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China and EU to tackle climate change together amid U.S. retreat

By Kou Jie (People's Daily Online)    17:05, June 01, 2017

China and the EU will join together in a united front to tackle climate change in response to Donald Trump’s expected decision to withdraw the U.S. from the Paris Agreement.

According to a joint statement expected to be released at a summit of EU leaders with China’s Premier Li Keqiang on June 2, the two sides will lead the energy transition toward a low-carbon economy, a move interpreted by experts as a countermeasure against America’s possible exit from the accord, reported Financial Times.

The Sino-EU collaboration on climate change comes on the heel of the split G7 Summit in Italy, which ended with intense finger pointing between the U.S. and its traditional allies. The U.S., once a major player in combating climate change under the Obama Administration, has irritated the international community for its expected decision to step away from an agreement that has been adopted by almost every country in the world.

UN Secretary General António Guterres on Tuesday warned that if the U.S. exits the climate agreement there could be negative economic, security, and societal consequences for the country, while German Chancellor Angela Merkel said that Europe can no longer “fully count on others” and needed to “fight for our own future ourselves.”

Some experts believe that America’s possible withdrawal from the accord will lead to a new climate change alliance between China and the EU, and accelerate the global transition to clean energy, while China gains the leading voice on climate change issues.

“China and the EU will strengthen climate ties and take a leading role in addressing climate change issues amid the U.S. retreat. This will be a new highlight and consensus for Sino-EU cooperation and the relationship,” Zhang Bei, an associate research fellow on European Studies at the China Institute of International Studies, told People’s Daily Online.

Split opinions

Amid growing fear that the U.S. may soon abandon the historical climate accord signed in 2015, Donald Trump, a die-hard opponent against climate change, wrote on Twitter that his decision on the accord will be announced at the White House on Thursday.

But Trump’s advisors are deeply split over the tough decision. U.S. politicians, such as Steve Bannon, support the withdrawal, as they believe multilateral agreements are inefficient and may hurt U.S. interests, as well as dampen the country’s economic development. But Trump’s son-in-law Jared Kushner and Secretary of State Rex Tillerson are trying to persuade the president not to withdraw, fearing that such a move could damage relations with Europe, as its European allies have a lot invested in tackling climate change, Sun Chenghao, an assistant research fellow at the Institute of American Studies of the China Institutes of Contemporary International Relations, told People’s Daily Online.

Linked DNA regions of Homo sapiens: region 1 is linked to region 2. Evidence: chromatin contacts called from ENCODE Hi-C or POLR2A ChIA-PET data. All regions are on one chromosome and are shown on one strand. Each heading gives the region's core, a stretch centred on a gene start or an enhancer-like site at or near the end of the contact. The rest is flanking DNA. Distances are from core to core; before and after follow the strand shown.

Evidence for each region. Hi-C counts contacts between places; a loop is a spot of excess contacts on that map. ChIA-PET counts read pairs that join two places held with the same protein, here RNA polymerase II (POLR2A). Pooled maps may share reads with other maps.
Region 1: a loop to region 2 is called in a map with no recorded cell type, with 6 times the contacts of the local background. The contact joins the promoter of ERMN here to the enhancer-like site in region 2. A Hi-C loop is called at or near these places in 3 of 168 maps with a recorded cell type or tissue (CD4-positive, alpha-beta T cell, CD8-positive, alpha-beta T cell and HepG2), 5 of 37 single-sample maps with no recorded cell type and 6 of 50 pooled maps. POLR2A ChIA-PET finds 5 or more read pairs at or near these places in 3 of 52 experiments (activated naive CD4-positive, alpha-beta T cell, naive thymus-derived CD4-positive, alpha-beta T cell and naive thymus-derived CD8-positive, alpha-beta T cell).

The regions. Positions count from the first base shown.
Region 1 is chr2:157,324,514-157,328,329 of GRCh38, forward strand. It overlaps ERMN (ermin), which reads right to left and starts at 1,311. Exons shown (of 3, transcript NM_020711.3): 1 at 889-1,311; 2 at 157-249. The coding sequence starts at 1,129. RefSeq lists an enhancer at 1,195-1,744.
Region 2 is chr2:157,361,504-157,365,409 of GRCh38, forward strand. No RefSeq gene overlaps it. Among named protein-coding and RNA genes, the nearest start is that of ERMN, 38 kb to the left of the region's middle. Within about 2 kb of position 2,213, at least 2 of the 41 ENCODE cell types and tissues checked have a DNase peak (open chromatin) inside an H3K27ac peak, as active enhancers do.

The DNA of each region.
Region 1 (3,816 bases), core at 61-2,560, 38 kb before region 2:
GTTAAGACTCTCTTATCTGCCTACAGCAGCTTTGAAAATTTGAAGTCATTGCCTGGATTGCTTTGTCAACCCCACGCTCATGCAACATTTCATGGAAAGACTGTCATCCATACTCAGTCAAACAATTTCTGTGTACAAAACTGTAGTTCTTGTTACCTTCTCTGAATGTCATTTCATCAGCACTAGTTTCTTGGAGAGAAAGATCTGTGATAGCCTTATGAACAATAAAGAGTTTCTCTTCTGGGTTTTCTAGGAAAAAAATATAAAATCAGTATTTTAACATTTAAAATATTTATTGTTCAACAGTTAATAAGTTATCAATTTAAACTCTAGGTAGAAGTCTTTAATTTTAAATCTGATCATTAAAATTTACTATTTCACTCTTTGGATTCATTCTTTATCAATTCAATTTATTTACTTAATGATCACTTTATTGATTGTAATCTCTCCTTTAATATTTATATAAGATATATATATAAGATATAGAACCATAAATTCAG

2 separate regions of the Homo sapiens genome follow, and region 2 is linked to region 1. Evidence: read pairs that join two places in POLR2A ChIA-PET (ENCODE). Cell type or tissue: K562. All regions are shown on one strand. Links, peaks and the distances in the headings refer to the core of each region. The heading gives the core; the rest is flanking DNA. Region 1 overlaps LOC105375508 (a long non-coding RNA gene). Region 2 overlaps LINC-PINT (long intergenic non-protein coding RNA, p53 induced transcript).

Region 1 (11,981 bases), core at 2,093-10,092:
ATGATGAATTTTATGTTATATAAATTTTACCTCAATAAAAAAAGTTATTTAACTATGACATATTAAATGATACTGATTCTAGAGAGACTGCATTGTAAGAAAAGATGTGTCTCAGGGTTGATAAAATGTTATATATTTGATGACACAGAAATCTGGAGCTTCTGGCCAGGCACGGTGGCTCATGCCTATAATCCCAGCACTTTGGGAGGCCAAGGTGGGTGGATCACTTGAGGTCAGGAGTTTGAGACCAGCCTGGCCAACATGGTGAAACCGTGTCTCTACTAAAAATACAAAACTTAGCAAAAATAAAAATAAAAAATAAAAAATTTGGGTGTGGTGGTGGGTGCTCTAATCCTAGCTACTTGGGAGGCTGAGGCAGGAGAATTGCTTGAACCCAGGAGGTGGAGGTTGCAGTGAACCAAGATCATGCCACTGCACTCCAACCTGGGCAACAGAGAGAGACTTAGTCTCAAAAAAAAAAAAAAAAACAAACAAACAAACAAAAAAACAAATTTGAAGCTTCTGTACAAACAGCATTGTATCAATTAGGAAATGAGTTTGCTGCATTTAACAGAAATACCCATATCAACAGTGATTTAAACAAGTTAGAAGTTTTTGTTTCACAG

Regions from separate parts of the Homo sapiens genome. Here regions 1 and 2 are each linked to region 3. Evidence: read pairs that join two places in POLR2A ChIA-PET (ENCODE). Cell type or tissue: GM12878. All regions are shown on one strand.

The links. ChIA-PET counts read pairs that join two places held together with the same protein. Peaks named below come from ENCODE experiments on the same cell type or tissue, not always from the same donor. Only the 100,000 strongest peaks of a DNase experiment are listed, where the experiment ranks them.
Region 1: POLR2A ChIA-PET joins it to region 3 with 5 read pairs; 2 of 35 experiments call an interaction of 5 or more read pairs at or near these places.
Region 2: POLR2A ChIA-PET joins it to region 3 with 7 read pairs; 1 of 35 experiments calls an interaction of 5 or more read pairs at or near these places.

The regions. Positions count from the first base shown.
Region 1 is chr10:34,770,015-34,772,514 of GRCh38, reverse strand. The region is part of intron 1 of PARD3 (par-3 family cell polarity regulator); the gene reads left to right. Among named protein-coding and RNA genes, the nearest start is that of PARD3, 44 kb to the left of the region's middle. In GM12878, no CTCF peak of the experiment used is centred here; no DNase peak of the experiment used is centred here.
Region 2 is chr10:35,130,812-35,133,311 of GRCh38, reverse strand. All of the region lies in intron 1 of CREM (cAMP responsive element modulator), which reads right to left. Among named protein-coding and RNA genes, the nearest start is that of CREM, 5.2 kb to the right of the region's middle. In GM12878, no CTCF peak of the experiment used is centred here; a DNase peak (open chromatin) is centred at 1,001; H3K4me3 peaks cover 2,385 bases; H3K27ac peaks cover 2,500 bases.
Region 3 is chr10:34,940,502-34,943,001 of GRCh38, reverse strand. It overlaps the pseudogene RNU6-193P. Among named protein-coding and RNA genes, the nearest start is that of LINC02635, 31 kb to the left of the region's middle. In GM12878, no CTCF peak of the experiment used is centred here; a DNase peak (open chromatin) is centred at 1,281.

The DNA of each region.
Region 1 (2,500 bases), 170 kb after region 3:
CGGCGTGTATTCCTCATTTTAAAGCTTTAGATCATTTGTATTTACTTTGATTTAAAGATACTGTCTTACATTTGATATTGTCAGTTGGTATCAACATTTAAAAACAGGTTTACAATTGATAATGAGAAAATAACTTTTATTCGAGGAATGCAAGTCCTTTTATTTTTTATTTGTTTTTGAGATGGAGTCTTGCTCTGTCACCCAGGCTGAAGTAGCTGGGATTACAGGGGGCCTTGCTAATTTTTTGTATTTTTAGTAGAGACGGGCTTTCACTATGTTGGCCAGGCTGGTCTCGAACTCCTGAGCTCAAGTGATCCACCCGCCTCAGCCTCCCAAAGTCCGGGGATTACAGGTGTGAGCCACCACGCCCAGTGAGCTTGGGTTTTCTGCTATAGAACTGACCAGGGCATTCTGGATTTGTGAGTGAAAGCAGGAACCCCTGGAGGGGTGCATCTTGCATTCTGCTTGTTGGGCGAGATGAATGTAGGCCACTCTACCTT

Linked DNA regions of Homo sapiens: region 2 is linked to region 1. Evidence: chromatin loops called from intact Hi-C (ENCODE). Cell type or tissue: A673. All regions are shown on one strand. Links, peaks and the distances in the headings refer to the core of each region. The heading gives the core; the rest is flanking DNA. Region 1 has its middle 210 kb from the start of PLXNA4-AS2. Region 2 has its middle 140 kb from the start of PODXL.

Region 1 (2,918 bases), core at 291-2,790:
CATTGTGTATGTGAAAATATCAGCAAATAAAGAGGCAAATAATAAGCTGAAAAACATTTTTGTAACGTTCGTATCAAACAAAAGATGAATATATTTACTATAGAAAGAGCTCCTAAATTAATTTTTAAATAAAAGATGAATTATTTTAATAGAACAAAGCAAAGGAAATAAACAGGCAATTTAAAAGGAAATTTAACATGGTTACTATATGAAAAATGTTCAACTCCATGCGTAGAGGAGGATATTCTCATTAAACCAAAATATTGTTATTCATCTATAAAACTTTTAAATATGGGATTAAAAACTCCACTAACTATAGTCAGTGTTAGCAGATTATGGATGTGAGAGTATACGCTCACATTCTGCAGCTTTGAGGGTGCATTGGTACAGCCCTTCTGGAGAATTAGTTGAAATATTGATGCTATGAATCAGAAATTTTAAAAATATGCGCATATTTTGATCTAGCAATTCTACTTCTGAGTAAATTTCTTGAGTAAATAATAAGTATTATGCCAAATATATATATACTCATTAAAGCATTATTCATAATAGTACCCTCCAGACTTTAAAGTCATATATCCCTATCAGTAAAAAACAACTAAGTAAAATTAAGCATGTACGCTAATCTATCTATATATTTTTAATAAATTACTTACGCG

Meanwhile, local governments and the public have also denounced Trump’s proposal to leave the accord. On May 3, governors of 12 states that are home to 107 million Americans and comprise approximately 38 percent of the country’s GDP jointly sent a letter to Trump, urging him to keep the U.S. in the Paris Climate Agreement.

“Despite Trump’s insistence on the campaign trail to quit the Paris accord, his advisers have not reached any consensus on the issue yet,” said Sun.

China’s efforts

Unlike the U.S., China has taken measures to address issues related to the agreement's implementation. According to Xinhua News Agency, the country plans to reduce carbon intensity by 18 percent and raise the proportion of non-fossil energy consumption in primary energy sources to 15 percent from 2016 to 2020.

Xie Zhenhua, China’s special representative on climate change, said on May 22 at the 8th Petersburg Climate Dialogue in Berlin, Germany, that China is preparing to address issues related to the agreement’s implementation, so as to push forward global climate governance. In the same week, Trump lashed out at other countries’ efforts on tackling climate change.

“Five years ago, the idea of either China or India stopping—or even slowing—coal use was considered an insurmountable hurdle, as coal-fired power plants were thought by many to be necessary to satisfy the energy demands of these countries. Recent observations show they are now on the way toward overcoming this challenge,” Bill Hare of Climate Analytics was quoted as saying by Ecofys, a leading international energy and climate consultancy.

According to Climate Action Tracker’s report released in May, China is set to overachieve its Paris Agreement climate pledges. The country’s coal consumption declined over three consecutive years, from 2013 to 2016, and a continued slow decline is expected. The report also noted that positive developments in China significantly outweigh any potential negative effects on emissions from the Trump Administration’s proposed rollbacks in the U.S., estimated to be around 0.5 GtCO2 by 2030.

“China’s practical actions and investment will help the country take the lead in climate change,” said Zhang. 

(For the latest China news, Please follow People's Daily on Twitter and Facebook)(Web editor: Kou Jie, Bianji)

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